Social movements are powered in no small part through radical leaps of imagination: a building of a collective narrative of a world none of us have lived in, but long for. If nonprofits are vehicles for social change, then shouldn’t we also have practices that embrace that spirit of audacious, joyful, and unbridled imagination?
Art by Firelei Báez.
"I think the imagination is the single most useful tool mankind possesses. It beats the opposable thumb. I can imagine living without my thumbs, but not without my imagination."
-Ursula K. Leguin
The last time we got together as a staff to think about where we’re going as a team and what kind of impact we want to have as an organization, we wanted to think big. Really big.
We’ve been on a journey now for a while to center racial justice in our work, to practice liberation inside and outside CompassPoint, and to think about what kind of programming can meet social justice efforts in even more impactful ways (Read more about that here.)
Along the way—and with the support of consulting group co-LAB (Maura Bairley, Monica Dennis, Viveka Chen)—we’ve drafted an organizational transformation plan, outlined key strategies, and re-grounded ourselves in a new set of values (which we’re excited to start sharing with you throughout the year as we continue to evolve). But maybe most importantly, throughout our change process, we’ve stepped outside of our comfort zone to share our biggest hopes and dreams for what we want the world to look like with each other.
Social movements are powered in no small part through radical leaps of imagination: a building of a collective narrative world none of us have lived in, but long for. If nonprofits are vehicles for social change, then shouldn’t we also have practices that embrace that spirit of audacious, joyful, and unbridled imagination?
As a group, one of the questions we’ve been thinking critically about is how to center liberation in our work with leaders to break down approaches to leadership and organizing teams that are fundamentally oppressive. In other words, how do we make sure our deepest beliefs around social justice are actually showing up in our leadership practices? How do we live that leadership ethos out at CompassPoint and help other teams do the same? But orienting ourselves toward broad concepts like liberation or equity can be tricky. How can a group of people start to build a common vocabulary or context for those kinds of aspirational ideas?
Doing that means embracing creative ways of building a visionary future together. That process may not always look like budgets, forecasts, or strategic plans. Although no one is denying the importance of those tools, they leave out something equally important: what’s our personal stake in the change we’re really driving toward? What do we feel in our bones that really energizes us as a team and community? How do everyday actions in our organizations feel purposefully aligned toward a much larger impact?
Getting to that kind of group wisdom means embracing what our friends and partners at Management Assistance Group (MAG) have elegantly outlined as a multitude of ways of knowing.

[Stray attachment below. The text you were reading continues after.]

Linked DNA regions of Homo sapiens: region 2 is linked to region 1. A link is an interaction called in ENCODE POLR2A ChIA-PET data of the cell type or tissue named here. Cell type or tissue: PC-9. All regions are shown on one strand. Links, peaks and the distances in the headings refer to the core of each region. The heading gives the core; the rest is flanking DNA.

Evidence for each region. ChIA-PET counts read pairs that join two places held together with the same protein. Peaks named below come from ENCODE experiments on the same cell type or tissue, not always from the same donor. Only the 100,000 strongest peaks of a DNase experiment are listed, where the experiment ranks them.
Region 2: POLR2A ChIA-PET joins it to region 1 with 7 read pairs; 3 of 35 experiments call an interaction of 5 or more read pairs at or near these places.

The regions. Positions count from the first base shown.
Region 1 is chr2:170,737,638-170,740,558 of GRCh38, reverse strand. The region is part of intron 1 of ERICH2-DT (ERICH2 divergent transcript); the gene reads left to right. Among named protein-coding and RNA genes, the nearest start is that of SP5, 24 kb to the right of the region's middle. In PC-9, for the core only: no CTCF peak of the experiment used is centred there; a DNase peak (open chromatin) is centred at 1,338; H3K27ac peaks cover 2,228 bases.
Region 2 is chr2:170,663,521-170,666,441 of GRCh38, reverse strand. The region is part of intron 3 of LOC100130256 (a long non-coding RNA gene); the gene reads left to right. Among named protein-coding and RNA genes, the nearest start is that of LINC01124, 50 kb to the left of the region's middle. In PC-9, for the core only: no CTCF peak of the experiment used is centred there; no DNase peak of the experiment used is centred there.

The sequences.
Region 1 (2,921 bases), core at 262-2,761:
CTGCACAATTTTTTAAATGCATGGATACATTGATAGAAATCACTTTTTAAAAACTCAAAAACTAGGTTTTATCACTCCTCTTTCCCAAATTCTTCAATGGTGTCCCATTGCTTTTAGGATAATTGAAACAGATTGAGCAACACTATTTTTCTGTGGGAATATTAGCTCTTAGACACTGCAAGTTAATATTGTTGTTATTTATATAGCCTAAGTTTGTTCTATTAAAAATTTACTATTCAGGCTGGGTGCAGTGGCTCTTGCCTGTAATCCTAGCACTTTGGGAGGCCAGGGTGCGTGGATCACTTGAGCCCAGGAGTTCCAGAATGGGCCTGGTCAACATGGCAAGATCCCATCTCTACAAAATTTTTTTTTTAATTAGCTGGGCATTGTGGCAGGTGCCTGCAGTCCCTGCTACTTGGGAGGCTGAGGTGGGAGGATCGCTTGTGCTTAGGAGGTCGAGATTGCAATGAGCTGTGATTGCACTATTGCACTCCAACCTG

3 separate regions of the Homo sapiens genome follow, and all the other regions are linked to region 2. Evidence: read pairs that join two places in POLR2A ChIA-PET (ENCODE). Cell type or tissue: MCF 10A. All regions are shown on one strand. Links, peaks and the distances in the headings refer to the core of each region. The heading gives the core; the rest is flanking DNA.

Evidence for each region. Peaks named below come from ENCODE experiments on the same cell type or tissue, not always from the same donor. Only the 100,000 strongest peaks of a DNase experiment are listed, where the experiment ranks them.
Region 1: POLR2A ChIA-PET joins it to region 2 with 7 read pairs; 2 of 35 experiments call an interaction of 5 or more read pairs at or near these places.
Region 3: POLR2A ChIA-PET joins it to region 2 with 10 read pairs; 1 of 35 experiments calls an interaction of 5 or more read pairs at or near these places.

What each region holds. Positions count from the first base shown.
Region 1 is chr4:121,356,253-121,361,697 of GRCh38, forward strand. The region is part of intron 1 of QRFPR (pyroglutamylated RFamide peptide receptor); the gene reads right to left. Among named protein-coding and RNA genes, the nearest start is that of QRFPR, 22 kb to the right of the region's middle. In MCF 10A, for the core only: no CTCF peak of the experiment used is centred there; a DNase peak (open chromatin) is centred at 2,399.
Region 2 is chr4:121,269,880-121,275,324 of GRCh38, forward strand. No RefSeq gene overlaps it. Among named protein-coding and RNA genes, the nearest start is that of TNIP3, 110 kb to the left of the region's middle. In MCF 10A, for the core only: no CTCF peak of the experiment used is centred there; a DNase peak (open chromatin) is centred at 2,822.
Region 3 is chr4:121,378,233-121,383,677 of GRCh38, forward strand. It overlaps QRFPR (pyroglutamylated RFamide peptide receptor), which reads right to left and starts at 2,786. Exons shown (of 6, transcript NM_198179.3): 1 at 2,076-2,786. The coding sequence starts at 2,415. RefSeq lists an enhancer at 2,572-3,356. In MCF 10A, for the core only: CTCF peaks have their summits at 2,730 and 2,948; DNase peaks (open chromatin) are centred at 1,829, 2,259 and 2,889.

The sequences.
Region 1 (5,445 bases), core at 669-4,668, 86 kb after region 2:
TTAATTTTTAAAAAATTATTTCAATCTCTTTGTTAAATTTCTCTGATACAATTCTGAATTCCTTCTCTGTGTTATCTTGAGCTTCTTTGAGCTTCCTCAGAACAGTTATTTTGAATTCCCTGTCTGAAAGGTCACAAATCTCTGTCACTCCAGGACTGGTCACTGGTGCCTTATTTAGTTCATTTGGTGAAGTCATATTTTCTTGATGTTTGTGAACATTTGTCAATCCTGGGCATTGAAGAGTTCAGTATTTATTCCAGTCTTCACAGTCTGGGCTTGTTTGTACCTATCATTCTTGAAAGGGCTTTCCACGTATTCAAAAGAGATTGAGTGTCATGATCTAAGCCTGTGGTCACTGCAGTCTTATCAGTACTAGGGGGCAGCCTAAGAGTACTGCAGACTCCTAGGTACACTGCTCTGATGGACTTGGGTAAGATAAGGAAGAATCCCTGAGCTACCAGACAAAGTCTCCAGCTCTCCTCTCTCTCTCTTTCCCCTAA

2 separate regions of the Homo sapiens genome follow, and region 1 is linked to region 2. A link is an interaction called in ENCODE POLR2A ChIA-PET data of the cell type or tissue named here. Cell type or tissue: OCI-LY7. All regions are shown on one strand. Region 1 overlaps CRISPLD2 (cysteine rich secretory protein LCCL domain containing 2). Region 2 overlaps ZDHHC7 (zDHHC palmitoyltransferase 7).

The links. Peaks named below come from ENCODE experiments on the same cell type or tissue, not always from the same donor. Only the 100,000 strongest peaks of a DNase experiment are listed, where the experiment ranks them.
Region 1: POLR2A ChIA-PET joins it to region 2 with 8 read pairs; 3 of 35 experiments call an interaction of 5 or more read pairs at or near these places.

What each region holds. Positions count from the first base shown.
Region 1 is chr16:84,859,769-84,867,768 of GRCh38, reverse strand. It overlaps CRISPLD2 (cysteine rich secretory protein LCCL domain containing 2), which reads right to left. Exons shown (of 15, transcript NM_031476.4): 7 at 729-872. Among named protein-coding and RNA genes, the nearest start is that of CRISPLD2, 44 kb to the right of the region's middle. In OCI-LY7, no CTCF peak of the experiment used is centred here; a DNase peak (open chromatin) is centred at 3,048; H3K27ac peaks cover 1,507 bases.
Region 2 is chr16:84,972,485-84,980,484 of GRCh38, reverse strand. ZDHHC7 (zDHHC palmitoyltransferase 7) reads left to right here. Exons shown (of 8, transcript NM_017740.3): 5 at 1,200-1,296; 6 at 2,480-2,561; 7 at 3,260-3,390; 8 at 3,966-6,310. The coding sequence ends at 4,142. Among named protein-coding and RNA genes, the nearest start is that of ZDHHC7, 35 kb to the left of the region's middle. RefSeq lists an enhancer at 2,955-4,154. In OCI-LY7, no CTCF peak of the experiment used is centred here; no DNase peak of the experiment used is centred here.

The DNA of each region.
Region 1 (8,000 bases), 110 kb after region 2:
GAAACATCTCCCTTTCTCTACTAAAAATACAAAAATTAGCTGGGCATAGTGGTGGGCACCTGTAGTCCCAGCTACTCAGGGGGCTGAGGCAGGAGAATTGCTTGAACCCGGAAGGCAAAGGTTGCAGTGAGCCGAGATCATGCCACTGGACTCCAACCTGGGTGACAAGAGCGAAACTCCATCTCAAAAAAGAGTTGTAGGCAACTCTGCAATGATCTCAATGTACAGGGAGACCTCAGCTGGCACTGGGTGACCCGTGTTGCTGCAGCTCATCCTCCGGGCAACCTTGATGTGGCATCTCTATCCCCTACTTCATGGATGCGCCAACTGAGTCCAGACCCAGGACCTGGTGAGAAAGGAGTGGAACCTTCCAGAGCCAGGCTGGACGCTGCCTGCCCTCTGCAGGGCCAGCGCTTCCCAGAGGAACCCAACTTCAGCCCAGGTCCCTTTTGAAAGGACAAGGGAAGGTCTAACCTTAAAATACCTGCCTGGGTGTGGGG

As we’ve delved deeper into exploring the kind of organization we need to continue to evolve into, embracing time and energy devoted to open-ended visioning has been key. In our work with co-LAB, we’ve tried on things like roleplay to really feel—in our bodies, hearts, and minds—what a different future could feel like.
One source of inspiration for collective visioning that really hit home for us was a project called Frames for Life, Liberation, and Belonging. Creator Evan Bissell developed it in partnership with the Haas Institute for a Fair and Inclusive Society and eight others artists. The project offers ten different ‘frames’ as windows into a more liberated future. Instead of giving textbook definitions for these frames (which include ideas like “transformation”, “play”, “abundance,” and “interconnection”), this project gathers visual artistic responses together with quotes from authors, musicians, and activists as an open-ended invitation to imagining a world built on justice and peace.
Using the images, we decided to create what we called a “tarot deck”—a tool for peering into the future. Calling it a tarot deck was a powerful metaphor because it invited everyone to step into the role of bringing a vision of the future vividly to life through their words and storytelling. Working in pairs, we pushed ourselves to go beyond giving dictionary definitions of each frame and instead interpret the wisdom conveyed through symbols in each image and draw connections to our own beliefs, stories, and dreams. Using each of the frames as a launching pad, we imagined and described what it would look like to live into each of these concepts across the world, here in the Bay Area, and in our work with nonprofit social change organizations.
What we were able to get to was a full, honest, and generative exploration of who we are and where we want to go that felt fundamentally different from a strictly ‘strategic’ conversation. Putting art, storytelling, and our own personal relationships to the work at the center was both grounding and freeing at the same time. In that liminal space between being anchored in a set of shared values and the unbound freedom of looking toward an undefined future, a beautiful tension emerged and some truly creative thinking started to percolate.
And even if most of those ideas won’t or can’t be put into action, stepping into hope together brings us back to our fundamental drive for doing this work and brings us closer to each other. As we face another potential hailstorm of setbacks for our communities in 2018, that kind of hope is radical indeed.